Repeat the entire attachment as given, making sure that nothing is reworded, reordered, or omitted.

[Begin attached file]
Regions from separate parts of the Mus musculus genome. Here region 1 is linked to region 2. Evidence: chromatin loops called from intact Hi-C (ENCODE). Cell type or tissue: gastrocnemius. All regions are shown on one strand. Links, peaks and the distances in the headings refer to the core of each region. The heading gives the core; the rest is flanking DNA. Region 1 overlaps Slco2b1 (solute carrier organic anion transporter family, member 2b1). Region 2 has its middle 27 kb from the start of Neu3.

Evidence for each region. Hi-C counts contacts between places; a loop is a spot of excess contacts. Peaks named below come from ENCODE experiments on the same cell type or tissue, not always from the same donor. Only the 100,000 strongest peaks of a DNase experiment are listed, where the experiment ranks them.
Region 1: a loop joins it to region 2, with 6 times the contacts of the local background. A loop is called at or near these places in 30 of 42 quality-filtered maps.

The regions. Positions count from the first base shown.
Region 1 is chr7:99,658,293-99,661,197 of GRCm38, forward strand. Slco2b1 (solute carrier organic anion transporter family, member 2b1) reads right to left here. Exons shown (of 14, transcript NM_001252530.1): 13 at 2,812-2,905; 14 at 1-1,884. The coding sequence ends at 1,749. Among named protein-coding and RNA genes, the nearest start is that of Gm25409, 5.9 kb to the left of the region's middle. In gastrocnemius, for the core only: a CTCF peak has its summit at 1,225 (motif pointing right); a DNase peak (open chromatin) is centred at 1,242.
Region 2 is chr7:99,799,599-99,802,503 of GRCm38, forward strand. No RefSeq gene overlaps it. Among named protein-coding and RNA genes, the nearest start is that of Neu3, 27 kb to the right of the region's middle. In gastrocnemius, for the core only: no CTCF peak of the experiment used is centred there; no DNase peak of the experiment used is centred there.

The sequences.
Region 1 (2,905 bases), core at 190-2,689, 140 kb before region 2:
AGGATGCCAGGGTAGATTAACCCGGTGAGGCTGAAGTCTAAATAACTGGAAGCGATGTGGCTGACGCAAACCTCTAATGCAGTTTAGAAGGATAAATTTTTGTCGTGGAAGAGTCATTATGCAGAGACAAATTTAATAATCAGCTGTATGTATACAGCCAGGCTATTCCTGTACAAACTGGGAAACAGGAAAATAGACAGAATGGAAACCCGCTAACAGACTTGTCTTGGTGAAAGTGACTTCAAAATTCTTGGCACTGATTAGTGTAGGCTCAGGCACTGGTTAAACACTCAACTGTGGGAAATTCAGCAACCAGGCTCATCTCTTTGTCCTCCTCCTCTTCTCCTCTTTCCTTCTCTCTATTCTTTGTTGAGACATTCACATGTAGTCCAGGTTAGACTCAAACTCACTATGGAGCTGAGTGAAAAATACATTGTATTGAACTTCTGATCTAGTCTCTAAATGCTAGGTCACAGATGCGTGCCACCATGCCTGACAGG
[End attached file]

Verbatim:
Regions from separate parts of the Mus musculus genome. Here region 1 is linked to region 2. Evidence: chromatin loops called from intact Hi-C (ENCODE). Cell type or tissue: gastrocnemius. All regions are shown on one strand. Links, peaks and the distances in the headings refer to the core of each region. The heading gives the core; the rest is flanking DNA. Region 1 overlaps Slco2b1 (solute carrier organic anion transporter family, member 2b1). Region 2 has its middle 27 kb from the start of Neu3.

Evidence for each region. Hi-C counts contacts between places; a loop is a spot of excess contacts. Peaks named below come from ENCODE experiments on the same cell type or tissue, not always from the same donor. Only the 100,000 strongest peaks of a DNase experiment are listed, where the experiment ranks them.
Region 1: a loop joins it to region 2, with 6 times the contacts of the local background. A loop is called at or near these places in 30 of 42 quality-filtered maps.

The regions. Positions count from the first base shown.
Region 1 is chr7:99,658,293-99,661,197 of GRCm38, forward strand. Slco2b1 (solute carrier organic anion transporter family, member 2b1) reads right to left here. Exons shown (of 14, transcript NM_001252530.1): 13 at 2,812-2,905; 14 at 1-1,884. The coding sequence ends at 1,749. Among named protein-coding and RNA genes, the nearest start is that of Gm25409, 5.9 kb to the left of the region's middle. In gastrocnemius, for the core only: a CTCF peak has its summit at 1,225 (motif pointing right); a DNase peak (open chromatin) is centred at 1,242.
Region 2 is chr7:99,799,599-99,802,503 of GRCm38, forward strand. No RefSeq gene overlaps it. Among named protein-coding and RNA genes, the nearest start is that of Neu3, 27 kb to the right of the region's middle. In gastrocnemius, for the core only: no CTCF peak of the experiment used is centred there; no DNase peak of the experiment used is centred there.

The sequences.
Region 1 (2,905 bases), core at 190-2,689, 140 kb before region 2:
AGGATGCCAGGGTAGATTAACCCGGTGAGGCTGAAGTCTAAATAACTGGAAGCGATGTGGCTGACGCAAACCTCTAATGCAGTTTAGAAGGATAAATTTTTGTCGTGGAAGAGTCATTATGCAGAGACAAATTTAATAATCAGCTGTATGTATACAGCCAGGCTATTCCTGTACAAACTGGGAAACAGGAAAATAGACAGAATGGAAACCCGCTAACAGACTTGTCTTGGTGAAAGTGACTTCAAAATTCTTGGCACTGATTAGTGTAGGCTCAGGCACTGGTTAAACACTCAACTGTGGGAAATTCAGCAACCAGGCTCATCTCTTTGTCCTCCTCCTCTTCTCCTCTTTCCTTCTCTCTATTCTTTGTTGAGACATTCACATGTAGTCCAGGTTAGACTCAAACTCACTATGGAGCTGAGTGAAAAATACATTGTATTGAACTTCTGATCTAGTCTCTAAATGCTAGGTCACAGATGCGTGCCACCATGCCTGACAGG